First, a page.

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U.S. To Join In Final Push To Find Indonesian Submarine

An Indonesian navy ship works near what appears to be oil slicks during a search for submarine KRI Nanggala in the Bali Sea on Friday.

Eric Ireng/AP


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Eric Ireng/AP

U.S. To Join In Final Push To Find Indonesian Submarine

An Indonesian navy ship works near what appears to be oil slicks during a search for submarine KRI Nanggala in the Bali Sea on Friday.

Eric Ireng/AP

The U.S. is joining an international search for a missing Indonesian submarine which lost contact with base earlier this week. Authorities say KRI Nanggala 402, if still intact, has less than a day of oxygen to sustain its crew of 53.

Pentagon spokesperson John Kirby announced on Twitter Thursday evening that at the request of Indonesia, the U.S. was “sending airborne assets to assist in the search for the missing submarine.”

KRI Nanggala 402 disappeared early Wednesday morning while on a training exercise in the Bali Sea after it was given permission to dive. The German-built diesel-powered boat missed its next radio check-in and has not been heard from since.

U.S. To Join In Final Push To Find Indonesian Submarine

Students and teachers at an Islamic school in Surabaya pray for the 53 crew members aboard an Indonesian navy submarine that went missing off the coast of Bali during training exercises this week.

Juni Kriswanto/AFP via Getty Images


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Juni Kriswanto/AFP via Getty Images

U.S. To Join In Final Push To Find Indonesian Submarine

Students and teachers at an Islamic school in Surabaya pray for the 53 crew members aboard an Indonesian navy submarine that went missing off the coast of Bali during training exercises this week.

Juni Kriswanto/AFP via Getty Images

An Indonesian military spokesman said officials would push the search hard in the hours before the navy has calculated that oxygen aboard the sub will run out – estimated at about 3 a.m. local time on Saturday (4 p.m. ET Friday).

“We will maximize the effort today, until the time limit tomorrow 3 a.m.,” Maj. Gen. Achmad Riad told reporters.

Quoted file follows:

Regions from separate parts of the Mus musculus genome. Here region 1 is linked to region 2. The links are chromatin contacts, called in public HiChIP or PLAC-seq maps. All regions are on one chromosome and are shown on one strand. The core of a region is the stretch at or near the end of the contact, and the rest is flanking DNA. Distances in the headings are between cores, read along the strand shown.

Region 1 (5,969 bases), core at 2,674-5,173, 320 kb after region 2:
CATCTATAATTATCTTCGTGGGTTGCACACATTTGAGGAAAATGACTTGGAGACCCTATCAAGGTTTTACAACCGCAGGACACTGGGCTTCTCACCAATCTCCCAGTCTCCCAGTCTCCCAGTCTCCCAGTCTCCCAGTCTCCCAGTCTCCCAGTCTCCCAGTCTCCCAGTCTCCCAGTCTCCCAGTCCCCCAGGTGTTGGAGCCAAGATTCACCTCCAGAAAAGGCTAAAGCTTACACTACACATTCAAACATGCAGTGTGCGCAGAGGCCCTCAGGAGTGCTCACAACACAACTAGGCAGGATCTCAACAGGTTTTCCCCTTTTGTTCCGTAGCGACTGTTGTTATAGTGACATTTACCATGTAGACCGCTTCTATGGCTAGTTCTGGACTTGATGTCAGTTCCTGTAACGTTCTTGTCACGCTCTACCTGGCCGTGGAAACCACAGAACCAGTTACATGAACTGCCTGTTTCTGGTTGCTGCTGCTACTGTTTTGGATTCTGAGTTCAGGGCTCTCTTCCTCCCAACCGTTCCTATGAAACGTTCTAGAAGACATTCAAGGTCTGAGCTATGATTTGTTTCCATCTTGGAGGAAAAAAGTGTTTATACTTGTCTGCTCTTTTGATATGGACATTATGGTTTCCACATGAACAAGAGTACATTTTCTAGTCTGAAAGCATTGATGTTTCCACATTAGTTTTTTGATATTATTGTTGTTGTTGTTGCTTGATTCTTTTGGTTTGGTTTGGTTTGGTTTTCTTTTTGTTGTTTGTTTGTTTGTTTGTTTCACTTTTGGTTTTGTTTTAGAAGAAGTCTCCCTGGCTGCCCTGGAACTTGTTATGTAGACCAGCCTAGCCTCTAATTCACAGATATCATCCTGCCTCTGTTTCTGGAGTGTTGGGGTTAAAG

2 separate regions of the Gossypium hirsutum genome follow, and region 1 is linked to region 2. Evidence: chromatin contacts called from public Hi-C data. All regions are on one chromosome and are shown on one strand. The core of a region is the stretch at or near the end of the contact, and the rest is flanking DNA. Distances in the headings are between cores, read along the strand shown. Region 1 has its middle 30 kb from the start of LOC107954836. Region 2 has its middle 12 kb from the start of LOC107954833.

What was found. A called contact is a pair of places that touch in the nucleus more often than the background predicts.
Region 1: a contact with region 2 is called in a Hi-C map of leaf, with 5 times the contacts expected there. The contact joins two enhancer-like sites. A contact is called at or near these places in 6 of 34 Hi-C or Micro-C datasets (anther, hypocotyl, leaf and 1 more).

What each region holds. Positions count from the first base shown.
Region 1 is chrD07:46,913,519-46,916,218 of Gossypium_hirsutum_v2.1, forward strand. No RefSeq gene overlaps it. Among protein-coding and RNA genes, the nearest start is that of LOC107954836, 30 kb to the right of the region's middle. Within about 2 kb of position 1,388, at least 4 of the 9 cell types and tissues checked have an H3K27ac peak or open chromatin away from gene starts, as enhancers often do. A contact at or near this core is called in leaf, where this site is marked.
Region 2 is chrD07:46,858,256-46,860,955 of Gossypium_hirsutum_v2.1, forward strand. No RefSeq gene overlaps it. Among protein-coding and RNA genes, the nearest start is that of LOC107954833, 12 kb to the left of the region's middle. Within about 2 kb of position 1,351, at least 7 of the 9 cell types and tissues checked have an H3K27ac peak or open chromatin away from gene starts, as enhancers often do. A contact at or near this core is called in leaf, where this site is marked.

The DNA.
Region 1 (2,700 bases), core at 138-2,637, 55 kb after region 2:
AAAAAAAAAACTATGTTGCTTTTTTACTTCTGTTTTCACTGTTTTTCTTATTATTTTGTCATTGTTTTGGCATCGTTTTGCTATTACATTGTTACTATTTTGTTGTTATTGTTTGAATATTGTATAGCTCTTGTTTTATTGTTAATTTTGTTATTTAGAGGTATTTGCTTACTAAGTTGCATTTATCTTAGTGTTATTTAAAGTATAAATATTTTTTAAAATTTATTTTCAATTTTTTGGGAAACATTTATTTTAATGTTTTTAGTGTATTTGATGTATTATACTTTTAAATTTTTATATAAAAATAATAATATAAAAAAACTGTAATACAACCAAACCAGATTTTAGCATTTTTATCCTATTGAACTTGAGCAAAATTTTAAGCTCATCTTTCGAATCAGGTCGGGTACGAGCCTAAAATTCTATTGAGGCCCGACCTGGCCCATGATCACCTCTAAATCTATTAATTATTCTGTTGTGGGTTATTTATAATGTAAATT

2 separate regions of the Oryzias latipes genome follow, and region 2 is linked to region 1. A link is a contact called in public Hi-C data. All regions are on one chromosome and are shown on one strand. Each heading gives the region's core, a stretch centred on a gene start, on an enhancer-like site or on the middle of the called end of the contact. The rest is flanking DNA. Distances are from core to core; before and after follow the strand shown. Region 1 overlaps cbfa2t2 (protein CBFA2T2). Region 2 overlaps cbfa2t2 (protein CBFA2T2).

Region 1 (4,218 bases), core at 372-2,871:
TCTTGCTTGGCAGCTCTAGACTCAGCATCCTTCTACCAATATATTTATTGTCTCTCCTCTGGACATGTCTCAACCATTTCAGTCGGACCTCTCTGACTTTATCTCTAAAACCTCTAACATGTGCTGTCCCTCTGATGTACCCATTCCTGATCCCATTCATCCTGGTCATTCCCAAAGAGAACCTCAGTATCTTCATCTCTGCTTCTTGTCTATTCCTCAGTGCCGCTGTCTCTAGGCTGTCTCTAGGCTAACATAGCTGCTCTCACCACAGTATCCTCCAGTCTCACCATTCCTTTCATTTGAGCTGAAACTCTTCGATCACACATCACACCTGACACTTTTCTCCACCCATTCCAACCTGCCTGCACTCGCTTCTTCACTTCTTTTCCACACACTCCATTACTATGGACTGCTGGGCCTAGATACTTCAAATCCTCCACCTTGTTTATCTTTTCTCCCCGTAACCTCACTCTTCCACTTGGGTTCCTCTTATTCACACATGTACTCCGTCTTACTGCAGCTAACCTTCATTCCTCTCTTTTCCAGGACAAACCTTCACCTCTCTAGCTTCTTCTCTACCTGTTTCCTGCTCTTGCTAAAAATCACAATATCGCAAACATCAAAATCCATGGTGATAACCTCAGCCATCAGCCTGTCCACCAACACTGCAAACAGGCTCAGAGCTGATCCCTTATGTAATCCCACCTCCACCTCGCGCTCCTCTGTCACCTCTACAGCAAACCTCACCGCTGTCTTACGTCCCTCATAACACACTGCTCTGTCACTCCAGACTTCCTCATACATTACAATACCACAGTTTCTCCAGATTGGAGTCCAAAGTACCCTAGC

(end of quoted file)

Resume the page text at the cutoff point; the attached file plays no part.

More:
Numerous Indonesian navy and other ships and a patrol plane were involved in Friday’s last-ditch search, focusing on an area where an oil slick was found earlier in the week, although officials have stressed that there’s no conclusive evidence that it came from the submarine.

India on Thursday dispatched a deep submergence rescue vessel to help in the search, joining Singapore, Malaysia, Australia and several other countries that have promised to assist in the search and any possible rescue.

But with the clock ticking down, the help is likely to arrive too late.

Although Indonesian military officials are holding out hope that a rescue is still possible, they expressed concern shortly after the submarine went missing that it may have gone too deep to recover. Officials have indicated that KRI Nanggala 402 has a maximum operating depth in the range of 200-250 meters (about 655-820 feet). But officials said it may have descended much deeper, as far down as 2,300 feet.

In recent days, however, searchers say they discovered an unidentified object with high magnetism at 50 to 100 meters (about 165 to 330 feet) below the surface in the vicinity where they believe the submarine disappeared.

KRI Nanggala was built in the late 1970s and has been in service in the Indonesian navy since the early 80s. Despite its age, the submarine went through a refit in 2012 in South Korea, and the Indonesian navy insists it had been certified as seaworthy.

The cause of the sub’s disappearance is still not certain. The vessel lost contact as it was conducting a weapons exercise, reportedly a torpedo drill, but the navy says an electric failure may have left it helpless to execute emergency procedures to resurface after a dive.


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